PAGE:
Steelworkers union marks 75th anniversary
A union that resists rust as readily as the stainless steel that it produces is celebrating 75 years of dedication to workers Friday.
The United Steelworkers Local 1196, located near the ATI-Allegheny Ludlum steel mill where most of its members work, is hosting a dinner for about 100 people at the Riverside Landing banquet hall in Oakmont to commemorate its anniversary.
Since joining the Steel Workers Organizing Committee in 1937, the predecessor of the USW, Local 1196 has fought for workers' rights.
A strike on March 25, 1937 at what was then known as Allegheny Ludlum Steel Corp.'s Brackenridge Works in Harrison led to the establishment of Local 1196. In 1942, the union became one of the founding members of the United Steelworkers of America.
Local president Fran Arabia credits the hard-working immigrants of the 1930s with leading the nation in workers' rights.
“That's the backbone of everything,” he said. “That work ethic of those men.”
Arabia also said that the 1919 death of Fannie Sellins, an organizer for mine workers, helped galvanize the Valley's unions.
The dinner's guest speaker, Rich Gazarik, is the author of “Black Valley, The Life and Death of Fannie Sellins.”
In addition to forming earlier than the national steelworkers union, Local 1196 was at the forefront of a federal law mandating companies to reserve jobs for veterans drafted in World War II.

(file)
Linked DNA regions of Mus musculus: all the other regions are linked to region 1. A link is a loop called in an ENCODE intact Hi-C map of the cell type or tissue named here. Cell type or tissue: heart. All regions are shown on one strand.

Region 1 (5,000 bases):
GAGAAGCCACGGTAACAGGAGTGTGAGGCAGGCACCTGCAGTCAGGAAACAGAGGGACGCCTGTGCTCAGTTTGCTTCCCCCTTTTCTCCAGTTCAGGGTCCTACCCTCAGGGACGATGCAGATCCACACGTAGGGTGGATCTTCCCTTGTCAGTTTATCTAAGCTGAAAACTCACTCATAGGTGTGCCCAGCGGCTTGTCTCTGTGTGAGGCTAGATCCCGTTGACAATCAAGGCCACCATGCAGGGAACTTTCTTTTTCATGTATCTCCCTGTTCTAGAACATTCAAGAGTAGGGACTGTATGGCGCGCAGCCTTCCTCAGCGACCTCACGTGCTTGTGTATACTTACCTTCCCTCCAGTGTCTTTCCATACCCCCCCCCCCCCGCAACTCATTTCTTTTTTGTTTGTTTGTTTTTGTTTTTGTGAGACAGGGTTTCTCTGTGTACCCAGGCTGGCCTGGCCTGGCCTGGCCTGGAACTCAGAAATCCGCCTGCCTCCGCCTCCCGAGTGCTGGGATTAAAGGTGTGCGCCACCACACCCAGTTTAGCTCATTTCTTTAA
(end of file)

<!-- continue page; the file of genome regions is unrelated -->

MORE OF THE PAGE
Another milestone for Allegheny Ludlum and the union was allowing women steelworkers.
Lee Ann Jendrejeski was one of the first women to enter the work force at the mill in 1976.
“As a whole, we were generally well accepted,” she said.
Jendrejeski is now retired and still holds respect for the union.
“It was actually a privilege for me to be a part of the union,” she said. “It treated me very well.”
Arabia agrees that being a part of 75 years of history is a point of pride for many union members.
“To be honest, it's very humbling,” he said. “For 75 years, nothing was given. Everything was fought for and struggled for.
“There have obviously been losses and gains, but today we have to thank everybody that's fought the fight.”
At the dinner, the union will honor its oldest living member, 96-year-old Carl Josephs, who started working at the mill in 1937.
Arabia said that while changes in the economy and technology have drastically altered the steel trade, much remains the same.
“Seventy-five years ago they had nothing, and they had to fight for what we have today,” Arabia said. “Today we have what they fought for and the struggle is to maintain that.”
He said that the goals — providing a paycheck for families and safety for workers — are still the same.
Kate Wilcox is a freelance writer for Trib Total Media.
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